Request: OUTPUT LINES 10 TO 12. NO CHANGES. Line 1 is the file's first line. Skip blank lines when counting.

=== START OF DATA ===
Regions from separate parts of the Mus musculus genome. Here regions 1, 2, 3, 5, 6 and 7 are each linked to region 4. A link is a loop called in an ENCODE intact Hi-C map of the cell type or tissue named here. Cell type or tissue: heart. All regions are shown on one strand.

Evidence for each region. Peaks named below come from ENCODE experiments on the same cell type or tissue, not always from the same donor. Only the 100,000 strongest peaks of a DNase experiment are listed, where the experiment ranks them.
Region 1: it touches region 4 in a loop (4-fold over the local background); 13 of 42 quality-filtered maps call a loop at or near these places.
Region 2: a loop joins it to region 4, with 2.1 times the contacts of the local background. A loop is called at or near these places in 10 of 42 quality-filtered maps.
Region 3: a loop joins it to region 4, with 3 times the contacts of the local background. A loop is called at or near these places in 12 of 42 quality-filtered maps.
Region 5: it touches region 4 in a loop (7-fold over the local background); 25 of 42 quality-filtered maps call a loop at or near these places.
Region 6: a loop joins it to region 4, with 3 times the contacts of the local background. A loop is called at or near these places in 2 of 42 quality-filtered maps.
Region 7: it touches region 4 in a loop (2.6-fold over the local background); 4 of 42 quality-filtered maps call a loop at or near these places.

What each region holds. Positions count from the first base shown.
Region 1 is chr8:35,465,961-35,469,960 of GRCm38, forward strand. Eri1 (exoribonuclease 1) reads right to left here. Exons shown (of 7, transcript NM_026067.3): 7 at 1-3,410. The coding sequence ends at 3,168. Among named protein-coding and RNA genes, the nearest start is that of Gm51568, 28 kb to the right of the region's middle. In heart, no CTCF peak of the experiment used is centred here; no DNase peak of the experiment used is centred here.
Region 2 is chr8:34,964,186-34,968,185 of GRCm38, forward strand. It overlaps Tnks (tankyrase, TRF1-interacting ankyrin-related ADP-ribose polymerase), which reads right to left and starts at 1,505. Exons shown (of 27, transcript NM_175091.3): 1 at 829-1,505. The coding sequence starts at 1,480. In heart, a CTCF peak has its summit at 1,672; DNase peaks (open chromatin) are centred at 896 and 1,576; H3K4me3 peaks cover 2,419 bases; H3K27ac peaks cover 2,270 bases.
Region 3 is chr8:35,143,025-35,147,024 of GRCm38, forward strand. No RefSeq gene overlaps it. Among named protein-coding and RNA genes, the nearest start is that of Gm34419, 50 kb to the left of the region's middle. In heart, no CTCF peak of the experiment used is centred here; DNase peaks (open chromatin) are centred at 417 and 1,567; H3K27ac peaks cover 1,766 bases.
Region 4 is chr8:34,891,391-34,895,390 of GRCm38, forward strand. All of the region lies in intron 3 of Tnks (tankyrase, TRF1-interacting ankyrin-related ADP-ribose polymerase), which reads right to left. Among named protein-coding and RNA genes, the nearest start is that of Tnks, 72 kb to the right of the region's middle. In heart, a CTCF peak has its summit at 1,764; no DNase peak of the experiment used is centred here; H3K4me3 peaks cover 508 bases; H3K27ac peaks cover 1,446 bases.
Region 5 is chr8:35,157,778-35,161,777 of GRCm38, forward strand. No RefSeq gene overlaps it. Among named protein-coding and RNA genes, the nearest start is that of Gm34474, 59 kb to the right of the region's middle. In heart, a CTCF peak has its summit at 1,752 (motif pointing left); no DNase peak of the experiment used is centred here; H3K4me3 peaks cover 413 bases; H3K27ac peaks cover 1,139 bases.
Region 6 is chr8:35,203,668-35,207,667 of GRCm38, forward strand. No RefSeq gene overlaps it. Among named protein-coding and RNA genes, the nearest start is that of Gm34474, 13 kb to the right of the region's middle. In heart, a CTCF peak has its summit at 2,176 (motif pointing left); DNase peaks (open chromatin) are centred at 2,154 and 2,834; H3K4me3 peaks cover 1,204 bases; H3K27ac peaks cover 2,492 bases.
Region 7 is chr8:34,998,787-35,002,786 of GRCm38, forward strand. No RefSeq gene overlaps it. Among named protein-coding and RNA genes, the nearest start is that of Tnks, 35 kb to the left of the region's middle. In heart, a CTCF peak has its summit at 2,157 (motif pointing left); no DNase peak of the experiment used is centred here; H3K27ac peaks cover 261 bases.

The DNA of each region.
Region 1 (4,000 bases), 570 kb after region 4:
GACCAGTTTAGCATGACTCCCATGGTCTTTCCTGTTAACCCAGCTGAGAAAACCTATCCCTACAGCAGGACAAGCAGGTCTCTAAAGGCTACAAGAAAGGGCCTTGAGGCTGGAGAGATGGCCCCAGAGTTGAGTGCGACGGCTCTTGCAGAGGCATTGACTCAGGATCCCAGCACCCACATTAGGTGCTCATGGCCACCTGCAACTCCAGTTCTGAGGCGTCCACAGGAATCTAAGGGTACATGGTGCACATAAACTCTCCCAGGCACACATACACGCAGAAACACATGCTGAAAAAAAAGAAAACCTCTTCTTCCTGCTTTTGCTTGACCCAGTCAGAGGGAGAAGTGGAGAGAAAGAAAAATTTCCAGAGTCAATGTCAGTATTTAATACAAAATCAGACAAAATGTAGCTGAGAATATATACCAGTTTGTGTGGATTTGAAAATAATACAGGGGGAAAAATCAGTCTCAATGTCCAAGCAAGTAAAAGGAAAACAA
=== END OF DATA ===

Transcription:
Region 1 is chr8:35,465,961-35,469,960 of GRCm38, forward strand. Eri1 (exoribonuclease 1) reads right to left here. Exons shown (of 7, transcript NM_026067.3): 7 at 1-3,410. The coding sequence ends at 3,168. Among named protein-coding and RNA genes, the nearest start is that of Gm51568, 28 kb to the right of the region's middle. In heart, no CTCF peak of the experiment used is centred here; no DNase peak of the experiment used is centred here.
Region 2 is chr8:34,964,186-34,968,185 of GRCm38, forward strand. It overlaps Tnks (tankyrase, TRF1-interacting ankyrin-related ADP-ribose polymerase), which reads right to left and starts at 1,505. Exons shown (of 27, transcript NM_175091.3): 1 at 829-1,505. The coding sequence starts at 1,480. In heart, a CTCF peak has its summit at 1,672; DNase peaks (open chromatin) are centred at 896 and 1,576; H3K4me3 peaks cover 2,419 bases; H3K27ac peaks cover 2,270 bases.
Region 3 is chr8:35,143,025-35,147,024 of GRCm38, forward strand. No RefSeq gene overlaps it. Among named protein-coding and RNA genes, the nearest start is that of Gm34419, 50 kb to the left of the region's middle. In heart, no CTCF peak of the experiment used is centred here; DNase peaks (open chromatin) are centred at 417 and 1,567; H3K27ac peaks cover 1,766 bases.